EDITORIAL: The drip-by-drip currency depreciation compels the State Bank of Pakistan (SBP) to take quick decisions to counter the mounting worries on the external front. One such move is hastening monetary policy announcement by a week. This is in addition to an unconventional tightening step taken last week of increasing the Cash Reserves Requirement (CRR) for banks by 1 percent. The SBP has already put some curbs on consumer finance and imposed a 100 percent cash margin on certain imports. All these steps might not be enough, and the central bank may need to do more — Dr Inayat Hussain, the newly-appointed Deputy Governor at SBP during a briefing to National Assembly Standing Committee on Finance. Similar sentiments of concern and urgency are discernable in the SBP press release through which it announced the new date of its Monetary Policy Committee’s meeting. It will be held today due to recent unforeseen developments that have affected the outlook on inflation and the balance of payments. The meeting is expected to reduce the uncertainty about monetary policy settings prevailing in the market.
It is increasingly becoming clearer that the central bank is not comfortable with the recent currency depreciation. The currency fluctuations are market-based and the SBP only intervenes to counter disorderly market conditions. In other words, its ‘interference’ is strictly aimed at curbing daily volatility in the market. There is no such volatility. But the slow and almost daily depreciation is sending jitters to the market and putting immense pressure on the SBP. The pressure on the external account is due to both factors; the growing demand and soaring international commodity prices. This is challenging SBP’s inflation outlook and current monetary policy settings. On top of that, currency depreciation is worsening (movement in one direction fuelling heavy speculation) and so is the inflation outlook. The growing inflation differential between Pakistan and its trading partners (and competitors) is putting pressure on the currency. One possible way of countering it is to reduce the interest rate differential by increasing the policy rate. That perhaps may well be the reason for calling the meeting earlier.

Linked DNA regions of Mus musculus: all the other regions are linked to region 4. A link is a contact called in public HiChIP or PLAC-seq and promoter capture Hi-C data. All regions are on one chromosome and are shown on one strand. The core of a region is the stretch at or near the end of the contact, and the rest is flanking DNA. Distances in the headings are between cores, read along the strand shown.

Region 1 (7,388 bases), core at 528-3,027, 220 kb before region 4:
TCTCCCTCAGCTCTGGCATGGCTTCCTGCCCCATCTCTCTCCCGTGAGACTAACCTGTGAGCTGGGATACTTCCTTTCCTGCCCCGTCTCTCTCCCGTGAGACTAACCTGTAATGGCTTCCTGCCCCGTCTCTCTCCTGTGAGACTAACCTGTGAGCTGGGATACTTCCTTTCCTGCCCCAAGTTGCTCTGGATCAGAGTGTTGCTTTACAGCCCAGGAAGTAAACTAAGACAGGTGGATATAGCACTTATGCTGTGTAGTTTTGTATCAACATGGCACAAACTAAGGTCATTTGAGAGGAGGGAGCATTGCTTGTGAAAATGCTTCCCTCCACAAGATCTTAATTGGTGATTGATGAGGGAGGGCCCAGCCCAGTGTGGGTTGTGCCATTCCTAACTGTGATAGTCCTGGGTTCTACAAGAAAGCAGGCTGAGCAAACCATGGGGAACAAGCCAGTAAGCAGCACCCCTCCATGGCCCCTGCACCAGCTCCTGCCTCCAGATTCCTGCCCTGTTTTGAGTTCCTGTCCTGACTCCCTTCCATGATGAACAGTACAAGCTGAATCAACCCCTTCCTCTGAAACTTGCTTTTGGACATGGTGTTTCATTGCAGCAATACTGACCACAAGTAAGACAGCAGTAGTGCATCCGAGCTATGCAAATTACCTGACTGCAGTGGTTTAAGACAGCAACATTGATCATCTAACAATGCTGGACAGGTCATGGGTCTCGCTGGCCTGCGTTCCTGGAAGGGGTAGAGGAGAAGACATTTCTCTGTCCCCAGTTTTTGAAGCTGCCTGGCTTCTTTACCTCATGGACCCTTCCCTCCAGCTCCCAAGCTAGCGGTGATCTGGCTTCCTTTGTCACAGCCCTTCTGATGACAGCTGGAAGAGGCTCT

Meanwhile, the IMF (International Monetary Fund) review completion has been hanging in the balance for over a month. That is draining market confidence in the currency. The news of deposits coming in from Saudi Arabia along with deferred oil payment agreement swung the balance in Pakistan’s favour. The PKR/USD parity came back to 170 from 175 on that news. However, the continuous delay in the IMF and Saudi deposits not coming in (yet) has dampened the confidence again and the currency parity moved back to 175. Seeing that, the SBP made a surprisingly blunt move to increase the CRR by 1 percent to 6 percent (on average). This step wiped out Rs150-170 billion from the banking system in a flash. Usually, such steps are clubbed with monetary policy announcement – as was done in 2008. The present situation, however, has required the SBP to show urgency by taking a swift action.
The decision taken (earlier than the monetary policy meeting) was perhaps aimed at arresting the currency depreciation trend. It did work to a certain extent as in three trading sessions after that move on the week-end, the currency was back to below 174 levels. The question is: what would be SBP’s decision today? For the past few policy communications, SBP has been providing forward guidance. In the last review, the central bank said that looking ahead in the absence of unforeseen circumstances, the monetary policy will be accommodative in the near term, However, in the press release calling for an MPC earlier than scheduled, it mentioned that there are recent unforeseen developments. Based on the previous forward guidance and the press release, it is likely that the monetary policy stance may not be accommodating anymore. This means prospect of a meagre hike in the policy rate is almost nil. The likelihood is of a higher increase. However, the SBP may not want to sway too far away from its forward guidance. This means having an increase of over 100 basis points (bps) is also unlikely. Plus, the CRR increase already has a monetary- tightening effect to curb demand. Thus, considering already taken decisions and the forward guidance, options are narrowing down to a 75-100 bps hike in the policy rate today.
Copyright Business Recorder, 2021